The Hebrews started out enslaved by the Egyptians until they were freed by Moses around 1250 BC. Then the Exodus began from Egypt to the promised land. Moses led the Hebrews to Mt. Sinai to await the word of the lord. Moses dies and his successor Joshua, son of Nun, comes to bring his people to attack east of the Jordan river in Jericho against the Canaanites. Next, was the conquest of Hazor, one of the strongest towns in Canaan the Isrealites took over Hazor and the most Canaanite empire. Before Israel had its first monarchy there was a system of tribal society. There were twelve tribes who were led in times of peace by the elders and in times of war by the judges. The Judges were more like the tribal chieftains several of the Judges were active at the same time, each leading his own tribe into battle with a different foe. There was war constantly with many different peoples: “the five lords of the Philistines, the Canaanites, the Sidonians, and the Hivites who lived on Mt. Lebanon” (Judges,3:3) The most fierce of all the people were the Philistines ,a sea people, who landed on the shores of Canaan around the end of the thirteenth century BCE. By the eleventh century the Philistines had five major kingdoms in Canaan (Gaza, Ashdod, Asshkelon, Eekron, and Gath) and were constantly at war with the Israelites attempting to force them inland. The last verse in the book of Judges “In those days there was no king in Israel and every man did what was right in his own eyes” this proves that the Israelites needed a King. Samuel last of the Judges was chosen to appoint a king. The first king of the Israelites in 1029 BCE was Saul who came from the tribe of Benjamin which was between the northern tribes of Ephriam and the southern tribes of Judah. Saul defeated the Ammonites in Gilead, the Moabites, the Amalekites, the Arameans, the Edomites. Saul even held the advance of the Philistines. Despite Saul’s victories he failed to push the Philistines to the coastal plain and tension grew between Saul and the prophet Samuel. Saul not performing up to par to the word of the lord according to Samuel; Saul was ousted and a new king to be named. Saul would die in battle a short while after his dethroning against the Philistines on Mt. Gilboa. The Israelites would need a new king to rule the newly formed kingdom so Samuel chose David of Bethlehem, the slayer of Goliath. For seven years a civil war was fought between the tribes controlled by David the new king and Ish-Bosheth son of Saul. The civil war ended when Ish-Bosheth was murdered and the people asked David to save them from the Philistines. David not only maintained the empire left to him by Saul but fortified it to a major political and religious power in that area. The new king defeated the Arameans and annexed Aram-Damascus in the east he routed the Moabites, subjugated the state of Edom, and defeated the Ammonites. In order to keep a secure northern border David made a pact with Hiram, King of Tyre. David would not stop there he would go on to abolish all Canaanite enclaves and took the city of Jerusalem from the Jebusites fortifying a capital for the strongest kingdom on the Fertile Crescent. David was getting old and his declining health started to cause fighting between the sons and priests who the next king would be. The next king was Solomon who was appointed by David before his death in 967 BCE. Solomon to show every one in the kingdom he was a serious leader he began to strike out against all his enemies. Some were banished some exiled. Solomon built temples and permanent towns. Solomon’s kingdom did not outlive his death. The kingdom was immediately split in two Rehoboam ruled the south and Jeroboam ruled the north. The two kingdoms fought a war for decades over land, culture, and religion. The Israelites lost most of the kingdom due to the internal fighting. Samiaria was founded in 877 BCE and Jehoshaphat was the ruler (of Judah) from 870 BCE who ruled for twenty-five years. Under Jehoram son of Jehoshaphat the two kingdoms were again unified. he also secure Edom in the south and established a safe trade route through Negev. Uzziah came to power in 785 BCE and was the next ruler. He built the city Elath and extend the rule left to him by Jehoshaphat. In 722 BCE the Kingdom of Israel ceased to exist. The Assyrians captured Samaria and made it one of there provinces. Tiglath-Pileser III who occupied Syria weakened the Israeli empire with constant battles which allowed the Assyrians to take over. Twenty years after the fall of the kingdom of Israel Sennacherib besieged Jerusalem in 701 BCE. The Assyrian power quickly diminished by 598 BCE and was quickly taken over by the Babylonians under the rule of Nebuchadnezzar who swiftly conquered Jerusalem and exiled 10,000 followers of Judah. In 586 BCE the last king Zedekiah was captured and Jerusalem destroyed. Zedekiah sons were slain in his presence and his eyes were taken out Zedekiah was in chains, blind, and banished to Babylon. The Persians under the rule of Cyrus in 539 BCE conquered the Babylonian empire and ruled all of western Asia. Cyrus made a law that all conquered people could return to their homeland and rebuild their temples. Cambyses comes to power of the Persian empire and conquered Egypt 525 BCE. The people revolted and overthrew Cambyses three years later Darius I comes into power. His dynasty would last until Alexander the Great in 331 BCE. The Jews begin to disperse throughout southern Egypt after Alexander the Great took over in 332 BCE. In 301 BCE Ptolemy I attacks Palistine and sends all the Jews to Alexandria The bible (the Septuagint) was translated into Greek in Alexandria circa 250 BCE. During the fifth Syrian war Seleucid Antiochus III conquers all of Syria and Phoniciaexcept Gazacirca 202 BCE. In 161 BCE Judah Maccabee’s emissaries establish diplomatic relations with the Roman Republic. The Romans forbid the Jews proselytize or build temples and are banned from Rome in 139 BCE. Flaccus a Roman governor prevents Jews in his provience to send contributions to Jerusalem. Julius Caesar death is mourned by Jews of Rome as a benefactor of their people March 44 BCE. Augustus allows Jews to send shekel to the Temple. In 19 ACE Tiberius’ reign prohibited the spread of the Jewish faith by taking four-thousand Jews of military age and sends them to fight in Sardinia the rest are banished. Anti-Jewish riots break out in Alexandria during Galius Caligulas’ reign. Many Jews are killed and the rest leave their homes and form gettos in one quarter of the city, Thirty-eight members of the Gerusia are arrested and flogged. The Jews were granted a pardon by the next ruler however, Claudius said, “Because I believe they are worthy of it for their loyalty and friendship to the Romans.” Claudius affirms Jews rights to Alexandria. This however did not stop the hardships for the Jews. The land of Israel is made into a Roman province governed by an official of equestrian rank circa 6 ACE. In 26 ACE Pontius Pilate is appointed procurator and tensions mount between Romans and Jews. The death of John the Baptist in 30 ACE the Romans accused Jesus of Nazareth of pretending to be King of the Jews is crucified. The accession of Claudius wishing to appease the Jews and his personal friendship with Agrippa, Claudius places for the first time in a half-century all the lands of Palestine. Tensions rise between Greeks and Jews towards the end of the 50’s ACE. The great revolt against Rome leaves Jerusalem into Roman hands once again. Around 66 ACE scores of Jews in Damascus are taken to a gymnasium and massacred. Judea becomes a Roman province again under the leadership of a Roman official. During 117 ACE Judea becomes a property of Hadrian. He will visit in 129 ACE and disgrace the Jewish people by building a pagan city on top of the cite of where Jerusalem had stood. From that date until the Arab conquest the Jews are forbidden to live in the city.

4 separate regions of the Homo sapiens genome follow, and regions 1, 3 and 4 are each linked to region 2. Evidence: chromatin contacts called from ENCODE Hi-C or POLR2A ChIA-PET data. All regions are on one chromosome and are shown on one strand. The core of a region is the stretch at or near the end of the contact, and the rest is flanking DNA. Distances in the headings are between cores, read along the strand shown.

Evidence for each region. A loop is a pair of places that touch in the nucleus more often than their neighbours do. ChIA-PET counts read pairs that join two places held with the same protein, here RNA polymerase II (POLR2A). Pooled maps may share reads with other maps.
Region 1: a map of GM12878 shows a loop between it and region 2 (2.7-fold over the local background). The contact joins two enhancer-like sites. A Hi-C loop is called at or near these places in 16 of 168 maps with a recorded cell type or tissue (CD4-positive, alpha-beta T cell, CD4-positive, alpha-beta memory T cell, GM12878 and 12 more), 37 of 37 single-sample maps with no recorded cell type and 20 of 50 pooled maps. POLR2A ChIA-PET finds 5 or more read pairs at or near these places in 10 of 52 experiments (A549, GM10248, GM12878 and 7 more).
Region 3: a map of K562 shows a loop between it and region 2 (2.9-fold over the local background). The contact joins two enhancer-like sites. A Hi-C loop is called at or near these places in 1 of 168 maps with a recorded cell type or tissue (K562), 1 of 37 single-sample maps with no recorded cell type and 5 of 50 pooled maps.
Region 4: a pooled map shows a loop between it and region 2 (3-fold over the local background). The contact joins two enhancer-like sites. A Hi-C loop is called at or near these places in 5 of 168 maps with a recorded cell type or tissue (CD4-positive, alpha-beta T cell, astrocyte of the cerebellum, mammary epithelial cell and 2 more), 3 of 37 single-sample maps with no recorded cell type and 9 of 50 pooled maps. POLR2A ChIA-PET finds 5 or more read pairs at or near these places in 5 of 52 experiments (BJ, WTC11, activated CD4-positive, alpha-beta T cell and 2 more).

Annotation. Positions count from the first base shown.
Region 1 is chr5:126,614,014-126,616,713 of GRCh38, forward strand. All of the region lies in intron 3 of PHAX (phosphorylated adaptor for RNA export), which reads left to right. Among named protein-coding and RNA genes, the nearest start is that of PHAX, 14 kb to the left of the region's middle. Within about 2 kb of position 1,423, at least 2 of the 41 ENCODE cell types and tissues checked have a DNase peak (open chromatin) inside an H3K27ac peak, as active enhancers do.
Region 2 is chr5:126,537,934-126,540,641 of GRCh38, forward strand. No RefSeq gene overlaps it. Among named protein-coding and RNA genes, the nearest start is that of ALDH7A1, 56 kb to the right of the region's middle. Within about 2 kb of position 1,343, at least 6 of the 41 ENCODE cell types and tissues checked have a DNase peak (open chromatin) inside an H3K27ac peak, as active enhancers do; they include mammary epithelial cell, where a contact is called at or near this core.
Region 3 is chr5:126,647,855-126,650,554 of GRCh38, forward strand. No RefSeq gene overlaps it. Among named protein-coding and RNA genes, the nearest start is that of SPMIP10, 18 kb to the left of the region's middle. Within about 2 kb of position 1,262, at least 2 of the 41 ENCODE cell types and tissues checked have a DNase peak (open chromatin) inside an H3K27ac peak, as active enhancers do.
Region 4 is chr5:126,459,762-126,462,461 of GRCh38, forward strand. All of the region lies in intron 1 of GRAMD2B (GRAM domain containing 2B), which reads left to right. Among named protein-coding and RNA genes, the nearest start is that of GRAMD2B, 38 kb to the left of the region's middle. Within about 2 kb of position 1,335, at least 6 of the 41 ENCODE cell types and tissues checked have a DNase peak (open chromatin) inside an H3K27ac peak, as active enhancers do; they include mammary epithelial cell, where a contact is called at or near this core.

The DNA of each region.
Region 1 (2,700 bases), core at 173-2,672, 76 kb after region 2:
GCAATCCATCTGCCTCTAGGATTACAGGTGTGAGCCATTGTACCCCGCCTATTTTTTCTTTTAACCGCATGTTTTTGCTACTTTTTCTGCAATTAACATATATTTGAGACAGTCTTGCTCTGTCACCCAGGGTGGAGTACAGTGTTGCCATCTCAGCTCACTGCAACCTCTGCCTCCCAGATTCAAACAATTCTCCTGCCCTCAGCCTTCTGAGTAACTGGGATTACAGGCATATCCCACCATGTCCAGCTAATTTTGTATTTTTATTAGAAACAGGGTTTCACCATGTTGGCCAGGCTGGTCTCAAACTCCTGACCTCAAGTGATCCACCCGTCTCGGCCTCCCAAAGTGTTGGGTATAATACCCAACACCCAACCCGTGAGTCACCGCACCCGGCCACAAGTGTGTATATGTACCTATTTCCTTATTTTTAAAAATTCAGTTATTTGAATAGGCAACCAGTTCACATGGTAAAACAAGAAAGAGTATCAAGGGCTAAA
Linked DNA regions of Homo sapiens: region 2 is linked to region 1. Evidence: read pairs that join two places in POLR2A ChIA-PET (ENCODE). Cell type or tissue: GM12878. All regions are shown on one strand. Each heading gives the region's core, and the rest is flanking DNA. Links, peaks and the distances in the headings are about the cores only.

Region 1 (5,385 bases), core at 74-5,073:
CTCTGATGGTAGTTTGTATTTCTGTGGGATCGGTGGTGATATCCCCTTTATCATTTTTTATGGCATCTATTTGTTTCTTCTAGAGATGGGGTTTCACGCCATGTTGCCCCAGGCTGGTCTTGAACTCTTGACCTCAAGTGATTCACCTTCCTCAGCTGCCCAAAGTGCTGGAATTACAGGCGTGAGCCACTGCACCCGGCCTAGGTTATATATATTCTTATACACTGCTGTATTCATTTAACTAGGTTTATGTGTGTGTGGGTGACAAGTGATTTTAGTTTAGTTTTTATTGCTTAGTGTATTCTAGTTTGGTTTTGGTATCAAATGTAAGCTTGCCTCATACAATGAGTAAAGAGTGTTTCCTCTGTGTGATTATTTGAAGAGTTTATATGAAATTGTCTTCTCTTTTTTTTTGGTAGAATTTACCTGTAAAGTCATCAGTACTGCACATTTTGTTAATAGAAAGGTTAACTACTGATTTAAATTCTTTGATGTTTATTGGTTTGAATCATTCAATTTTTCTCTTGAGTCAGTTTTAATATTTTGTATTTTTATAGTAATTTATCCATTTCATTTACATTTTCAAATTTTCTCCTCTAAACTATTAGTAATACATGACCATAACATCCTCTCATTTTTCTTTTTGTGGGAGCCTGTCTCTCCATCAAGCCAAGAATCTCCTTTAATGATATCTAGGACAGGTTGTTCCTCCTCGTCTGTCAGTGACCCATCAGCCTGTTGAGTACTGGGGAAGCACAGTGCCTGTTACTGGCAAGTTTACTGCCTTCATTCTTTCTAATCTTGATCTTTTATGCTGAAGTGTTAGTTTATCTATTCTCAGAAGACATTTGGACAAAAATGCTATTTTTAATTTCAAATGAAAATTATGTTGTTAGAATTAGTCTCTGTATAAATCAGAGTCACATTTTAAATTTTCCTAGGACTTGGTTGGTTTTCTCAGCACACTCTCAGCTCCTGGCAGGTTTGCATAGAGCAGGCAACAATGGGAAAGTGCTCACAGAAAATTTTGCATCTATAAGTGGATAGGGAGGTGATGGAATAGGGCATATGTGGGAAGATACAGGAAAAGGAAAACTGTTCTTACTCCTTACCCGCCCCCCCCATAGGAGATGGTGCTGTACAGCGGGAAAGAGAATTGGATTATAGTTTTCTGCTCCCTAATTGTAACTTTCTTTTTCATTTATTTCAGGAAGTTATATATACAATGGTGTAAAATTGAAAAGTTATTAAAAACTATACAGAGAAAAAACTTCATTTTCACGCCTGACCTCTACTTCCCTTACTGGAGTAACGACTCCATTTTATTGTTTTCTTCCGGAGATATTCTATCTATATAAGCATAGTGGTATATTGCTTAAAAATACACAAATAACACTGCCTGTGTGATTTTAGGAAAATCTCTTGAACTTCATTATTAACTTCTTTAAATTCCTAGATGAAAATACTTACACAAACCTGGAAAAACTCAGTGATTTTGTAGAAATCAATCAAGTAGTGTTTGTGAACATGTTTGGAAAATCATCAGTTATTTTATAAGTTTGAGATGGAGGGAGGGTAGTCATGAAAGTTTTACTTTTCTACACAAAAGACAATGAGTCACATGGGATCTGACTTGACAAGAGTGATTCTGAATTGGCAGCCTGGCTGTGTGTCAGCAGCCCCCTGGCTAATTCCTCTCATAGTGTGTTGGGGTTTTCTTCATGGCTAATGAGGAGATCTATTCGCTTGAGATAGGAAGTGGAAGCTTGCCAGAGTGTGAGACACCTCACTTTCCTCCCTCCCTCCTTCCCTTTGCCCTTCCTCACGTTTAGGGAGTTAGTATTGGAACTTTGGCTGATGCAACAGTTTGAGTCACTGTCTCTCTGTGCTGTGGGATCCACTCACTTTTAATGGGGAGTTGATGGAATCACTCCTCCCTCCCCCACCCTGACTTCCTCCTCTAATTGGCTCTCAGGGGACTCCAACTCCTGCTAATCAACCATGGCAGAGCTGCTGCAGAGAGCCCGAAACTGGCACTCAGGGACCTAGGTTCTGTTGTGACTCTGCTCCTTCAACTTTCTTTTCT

Greek Philosophy